Naresh Kumar isn’t your ordinary international touring cyclist. Kumar, 37, clawed his way out of India’s lower middle class to land a sweet gig in Silicon Valley, then gave it all up for a vagabond lifestyle punctuated by ultramarathons, cross-country trail runs, and intercontinental bike rides.
Second, and by far, the most interesting—he often travels solo on a tandem bicycle, inviting people he meets along the way to climb aboard and share their stories. The bike is a natural conversation starter, and with no brakes or steering, the back seat is a good metaphor for the sense of powerlessness felt by victims of human traffickers.
Five years ago in Nepal, a man tried to sell a young girl to Kumar for sex. Kumar soon learned that more than 40 million people worldwide are held in bondage, many of them children trafficked for sex or forced labor. The experience gave purpose to his wandering, and Kumar has since raised about $130,000 for anti-slavery causes through a series of trail-running and cycling expeditions. “All the funds that come through help to give someone not food, clothes or shelter,” he says, “but the most precious thing of all: the freedom that every human being deserves.”
Kumar ran New Zealand top-to-bottom on the 1,900-mile Te Araroa Trail—in sandals—then traversed the country again on his tandem bicycle, the first of his Freedom Seat expeditions. When a nonstop bike race across Australia was canceled in 2018 following the death of a competitor the previous year, Kumar rode the route anyway, raising funds to end slavery. And for 87 days in 2019, Kumar rode his tandem some 5,500 miles from his hometown of Chennai, India, to Germany. The route crossed two continents and 13 countries, and, as Kumar tells Adventure Journal, it renewed his faith in humanity.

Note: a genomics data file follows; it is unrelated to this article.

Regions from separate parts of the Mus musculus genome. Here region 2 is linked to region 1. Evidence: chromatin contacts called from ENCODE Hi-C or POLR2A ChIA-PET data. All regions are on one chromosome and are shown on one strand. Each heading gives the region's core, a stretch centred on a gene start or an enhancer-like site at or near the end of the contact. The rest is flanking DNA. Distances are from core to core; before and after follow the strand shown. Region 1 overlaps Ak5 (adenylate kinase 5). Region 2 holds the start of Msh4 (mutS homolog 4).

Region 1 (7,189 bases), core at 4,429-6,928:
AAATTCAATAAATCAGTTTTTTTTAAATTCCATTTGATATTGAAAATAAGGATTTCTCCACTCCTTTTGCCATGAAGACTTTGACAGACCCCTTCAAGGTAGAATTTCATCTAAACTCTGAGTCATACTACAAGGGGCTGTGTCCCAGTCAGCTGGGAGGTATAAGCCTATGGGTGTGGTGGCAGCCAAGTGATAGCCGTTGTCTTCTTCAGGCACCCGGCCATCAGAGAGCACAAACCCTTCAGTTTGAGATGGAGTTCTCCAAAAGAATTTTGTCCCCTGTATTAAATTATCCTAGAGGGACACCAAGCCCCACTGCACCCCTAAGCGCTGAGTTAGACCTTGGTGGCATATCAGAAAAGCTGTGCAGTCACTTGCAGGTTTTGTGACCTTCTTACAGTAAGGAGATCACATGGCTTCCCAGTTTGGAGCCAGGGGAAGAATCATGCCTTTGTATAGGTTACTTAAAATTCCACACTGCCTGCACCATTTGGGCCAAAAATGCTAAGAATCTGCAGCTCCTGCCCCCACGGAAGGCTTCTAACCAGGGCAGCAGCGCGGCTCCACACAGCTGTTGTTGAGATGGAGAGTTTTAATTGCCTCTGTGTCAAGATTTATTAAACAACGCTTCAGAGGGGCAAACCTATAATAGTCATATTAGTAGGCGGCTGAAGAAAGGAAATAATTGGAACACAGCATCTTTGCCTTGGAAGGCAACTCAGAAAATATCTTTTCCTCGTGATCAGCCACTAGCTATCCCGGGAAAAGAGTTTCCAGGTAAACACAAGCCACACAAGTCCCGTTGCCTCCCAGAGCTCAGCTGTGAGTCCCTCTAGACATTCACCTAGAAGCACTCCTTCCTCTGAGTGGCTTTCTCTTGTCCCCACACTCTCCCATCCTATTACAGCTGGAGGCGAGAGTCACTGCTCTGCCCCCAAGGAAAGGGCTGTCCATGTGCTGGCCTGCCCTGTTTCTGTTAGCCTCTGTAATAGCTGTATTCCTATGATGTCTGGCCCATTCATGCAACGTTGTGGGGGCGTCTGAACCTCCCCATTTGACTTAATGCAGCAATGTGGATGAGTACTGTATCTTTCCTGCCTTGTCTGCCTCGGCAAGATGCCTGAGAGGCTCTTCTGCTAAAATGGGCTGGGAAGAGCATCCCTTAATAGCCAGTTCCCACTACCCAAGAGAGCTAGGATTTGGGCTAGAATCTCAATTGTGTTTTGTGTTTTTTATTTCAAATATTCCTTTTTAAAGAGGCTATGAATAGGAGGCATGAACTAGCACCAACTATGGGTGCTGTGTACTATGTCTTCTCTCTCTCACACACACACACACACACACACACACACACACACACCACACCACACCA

AJ: You were born in India, the Kiwis claim you as one of their own, and as we speak you’re in California. Help me unravel your man-of-mystery persona.
NK: I was born in Chennai, India, and came to the U.S. when I was 27 to work as a consultant. So the U.S. was home for seven years, and then one day I quit everything and just left, not knowing what to do. Since then I’ve never been in one place longer than four months. Now I’ve been to 32 countries, and 80 percent of those countries I toured human-powered from one end to another. They call me a Kiwi because I ran the length of New Zealand on the Te Araroa Trail in winter, wearing just a pair of sandals. The Indian hobbit in Middle Earth.
I grew up in a very poor neighborhood, almost a slum. When you’re treading just to keep your head above water, it’s hard to think about what you want. You have to focus on your needs. When you’re being humiliated, insulted, and your parents are being made fun of—people are saying ‘Why don’t you send them to a factory to box some stuff? Why are you even sending them to school?’ But my dad knew education is a passport to escape poverty, so I went to a missionary school. I worked really hard, got a scholarship, and became an engineer.
Is that what brought you to the U.S.?